Russia is ready to improve ties with the United States and work with whomever is elected its next president, President Vladimir Putin said Thursday. He said his talks with U.S. Secretary John Kerry earlier this week showed that Washington is ready to “move toward settling the issues that can only be settled through joint efforts.”
Addressing Russia’s strained relations with some of its neighbors at his annual news conference, attended by hundreds of Russian and foreign journalists, Putin said he saw no possibility of overcoming the tensions with Turkey under its current leadership, and wanted to see the conflict in Ukraine settled as soon as possible.
Putin said the Russian military operation in Syria will continue until a political process starts, but it is up to the Syrians to decide when to stop fighting and sit down for talks. “We aren’t going to be more Syrian than the Syrians themselves,” he added.
He also offered assurances that the Russian economy was showing signs of stabilization despite plummeting oil prices, in fielding an array of questions from journalists representing state-owned media organizations about whether the government was coping with the challenges and whether the country could afford waging a war.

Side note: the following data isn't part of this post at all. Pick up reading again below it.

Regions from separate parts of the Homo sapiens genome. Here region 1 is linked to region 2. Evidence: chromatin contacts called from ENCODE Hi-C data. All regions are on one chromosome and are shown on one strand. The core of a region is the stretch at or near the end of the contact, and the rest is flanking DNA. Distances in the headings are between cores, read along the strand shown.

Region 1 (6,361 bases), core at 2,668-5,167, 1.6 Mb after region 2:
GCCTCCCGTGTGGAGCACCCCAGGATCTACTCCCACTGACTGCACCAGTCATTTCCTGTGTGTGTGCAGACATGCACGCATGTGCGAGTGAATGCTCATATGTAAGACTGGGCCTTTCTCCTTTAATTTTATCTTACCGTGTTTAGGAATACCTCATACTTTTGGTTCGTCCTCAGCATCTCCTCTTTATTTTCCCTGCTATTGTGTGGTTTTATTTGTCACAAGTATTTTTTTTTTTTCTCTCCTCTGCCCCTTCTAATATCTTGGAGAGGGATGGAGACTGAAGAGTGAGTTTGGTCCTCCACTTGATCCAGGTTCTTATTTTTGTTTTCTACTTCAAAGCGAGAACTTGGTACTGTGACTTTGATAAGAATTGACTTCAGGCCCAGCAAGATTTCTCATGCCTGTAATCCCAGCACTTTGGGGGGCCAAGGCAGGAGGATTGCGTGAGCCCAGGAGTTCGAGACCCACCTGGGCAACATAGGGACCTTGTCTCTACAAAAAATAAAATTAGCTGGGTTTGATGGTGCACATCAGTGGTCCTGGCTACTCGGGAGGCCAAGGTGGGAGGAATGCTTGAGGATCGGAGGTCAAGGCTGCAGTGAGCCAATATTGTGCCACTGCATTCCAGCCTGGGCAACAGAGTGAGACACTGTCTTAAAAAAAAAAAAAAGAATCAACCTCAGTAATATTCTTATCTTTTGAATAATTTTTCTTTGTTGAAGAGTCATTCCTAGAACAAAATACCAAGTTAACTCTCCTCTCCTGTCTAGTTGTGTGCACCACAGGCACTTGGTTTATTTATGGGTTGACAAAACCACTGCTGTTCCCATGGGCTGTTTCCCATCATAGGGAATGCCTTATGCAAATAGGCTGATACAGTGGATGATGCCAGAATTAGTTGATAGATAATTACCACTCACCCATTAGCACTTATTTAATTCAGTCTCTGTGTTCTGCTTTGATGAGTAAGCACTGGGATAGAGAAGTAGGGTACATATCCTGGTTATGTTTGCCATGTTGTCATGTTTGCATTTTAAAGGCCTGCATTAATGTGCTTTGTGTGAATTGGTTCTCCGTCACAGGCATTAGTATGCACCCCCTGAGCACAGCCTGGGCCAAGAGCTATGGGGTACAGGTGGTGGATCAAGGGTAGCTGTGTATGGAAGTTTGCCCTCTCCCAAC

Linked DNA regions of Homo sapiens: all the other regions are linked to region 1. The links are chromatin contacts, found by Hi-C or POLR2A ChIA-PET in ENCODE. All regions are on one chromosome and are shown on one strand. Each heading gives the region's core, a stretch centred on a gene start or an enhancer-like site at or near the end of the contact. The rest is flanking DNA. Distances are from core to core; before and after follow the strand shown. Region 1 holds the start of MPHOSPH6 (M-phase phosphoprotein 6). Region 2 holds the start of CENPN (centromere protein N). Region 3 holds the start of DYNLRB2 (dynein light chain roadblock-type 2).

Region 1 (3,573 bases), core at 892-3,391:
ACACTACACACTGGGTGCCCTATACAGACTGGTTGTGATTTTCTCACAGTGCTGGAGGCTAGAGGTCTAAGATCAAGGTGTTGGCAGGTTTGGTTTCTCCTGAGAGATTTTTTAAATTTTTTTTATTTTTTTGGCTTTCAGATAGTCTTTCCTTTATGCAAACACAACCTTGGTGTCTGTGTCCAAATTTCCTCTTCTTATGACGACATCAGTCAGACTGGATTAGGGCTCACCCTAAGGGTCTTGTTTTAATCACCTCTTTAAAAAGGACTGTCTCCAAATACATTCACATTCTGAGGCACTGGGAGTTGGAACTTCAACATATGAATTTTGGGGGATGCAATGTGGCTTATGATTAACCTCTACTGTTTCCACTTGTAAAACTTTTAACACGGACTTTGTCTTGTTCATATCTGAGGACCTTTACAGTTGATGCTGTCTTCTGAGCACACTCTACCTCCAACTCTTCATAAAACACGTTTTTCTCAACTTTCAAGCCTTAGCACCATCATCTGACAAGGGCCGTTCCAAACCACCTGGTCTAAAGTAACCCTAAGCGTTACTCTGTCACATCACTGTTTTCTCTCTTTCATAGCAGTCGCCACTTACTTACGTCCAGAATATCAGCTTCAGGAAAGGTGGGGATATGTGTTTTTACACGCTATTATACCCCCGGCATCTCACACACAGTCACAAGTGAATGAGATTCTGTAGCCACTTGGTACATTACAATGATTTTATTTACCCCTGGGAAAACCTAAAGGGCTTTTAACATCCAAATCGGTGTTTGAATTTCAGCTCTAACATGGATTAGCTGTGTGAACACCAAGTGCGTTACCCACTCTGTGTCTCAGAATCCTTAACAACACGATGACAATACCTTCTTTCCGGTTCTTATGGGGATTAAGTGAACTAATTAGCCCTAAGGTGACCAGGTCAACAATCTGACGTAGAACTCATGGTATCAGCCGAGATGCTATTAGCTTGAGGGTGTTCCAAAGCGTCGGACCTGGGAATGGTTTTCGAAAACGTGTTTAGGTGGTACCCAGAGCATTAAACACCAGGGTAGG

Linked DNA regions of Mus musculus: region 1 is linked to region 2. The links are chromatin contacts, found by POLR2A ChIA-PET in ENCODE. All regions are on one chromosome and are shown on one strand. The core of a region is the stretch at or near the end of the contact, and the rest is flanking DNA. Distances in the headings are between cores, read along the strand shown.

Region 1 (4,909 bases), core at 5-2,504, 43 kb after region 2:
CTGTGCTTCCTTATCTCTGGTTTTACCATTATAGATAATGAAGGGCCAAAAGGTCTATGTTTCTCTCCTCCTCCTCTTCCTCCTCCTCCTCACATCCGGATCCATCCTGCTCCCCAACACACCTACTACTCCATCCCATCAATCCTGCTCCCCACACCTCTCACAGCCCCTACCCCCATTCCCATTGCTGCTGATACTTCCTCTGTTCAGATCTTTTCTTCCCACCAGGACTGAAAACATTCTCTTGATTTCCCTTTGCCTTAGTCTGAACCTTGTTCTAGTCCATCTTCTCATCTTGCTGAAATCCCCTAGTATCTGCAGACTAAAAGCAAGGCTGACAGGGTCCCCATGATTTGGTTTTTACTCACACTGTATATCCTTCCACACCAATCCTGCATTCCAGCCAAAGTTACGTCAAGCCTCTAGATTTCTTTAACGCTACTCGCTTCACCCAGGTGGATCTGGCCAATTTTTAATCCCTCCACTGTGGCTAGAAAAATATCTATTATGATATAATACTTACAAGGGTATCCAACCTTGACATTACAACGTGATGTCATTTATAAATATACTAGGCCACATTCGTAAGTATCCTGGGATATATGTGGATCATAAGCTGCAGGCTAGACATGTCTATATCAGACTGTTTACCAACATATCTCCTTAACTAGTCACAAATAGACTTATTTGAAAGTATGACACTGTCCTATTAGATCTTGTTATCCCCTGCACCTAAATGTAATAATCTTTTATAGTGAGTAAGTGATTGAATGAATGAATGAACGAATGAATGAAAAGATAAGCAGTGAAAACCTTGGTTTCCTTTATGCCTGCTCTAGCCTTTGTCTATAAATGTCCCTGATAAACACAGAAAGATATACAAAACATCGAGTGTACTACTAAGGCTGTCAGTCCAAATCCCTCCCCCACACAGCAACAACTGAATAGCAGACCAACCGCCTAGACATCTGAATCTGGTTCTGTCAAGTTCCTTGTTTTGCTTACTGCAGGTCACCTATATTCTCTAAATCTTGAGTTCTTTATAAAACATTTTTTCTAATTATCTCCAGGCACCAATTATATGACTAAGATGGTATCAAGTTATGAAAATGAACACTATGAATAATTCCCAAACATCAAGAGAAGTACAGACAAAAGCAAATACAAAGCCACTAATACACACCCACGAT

The economy is set to decline by 3.8 percent this year, and average income has dropped this year for the first time since Putin was first elected in 2000.
Russian warplanes have flown thousands of combat sorties in Syria since Moscow began its air campaign on Sept. 30. Putin said the campaign will continue until work begins on a political settlement.
The president said he was unsure whether Russia needs a permanent military base in Syria, since new Russian weapons, such as sea- and air-launched cruise missiles, give Moscow enough punch to strike an enemy from afar.
Putin said Moscow supports the U.S. draft of a U.N. Security Council resolution on Syria. He said Russia and the U.S. agree on the need to ensure the drafting of a new constitution for Syria and create mechanisms of control over future elections, in which Syrians themselves will determine their leadership.
Some of his harshest words were reserved for Turkey. After a Turkish fighter jet shot down a Russian bomber along the Syrian border on Nov. 24, Putin said he was stunned that Ankara, instead of contacting Moscow to explain its actions, turned immediately to NATO.
With Ukraine, however, Putin said Russia was interested in seeing the conflict settled as quickly as possible. He urged the Ukrainian government to approve legislation on holding elections in the eastern regions, where Russia-backed separatists have been fighting government troops since April 2014. More than 9,000 people have been killed.
While insisting that Russia has no regular troops in eastern Ukraine, Putin acknowledged that there have been people “performing some military tasks.”
Asked whether Moscow is ready to exchange two men Ukraine says are Russian soldiers for Ukrainian pilot Nadezhda Savchenko and other prisoners, Putin said any exchange must be equal and details could be discussed with the Ukrainian authorities.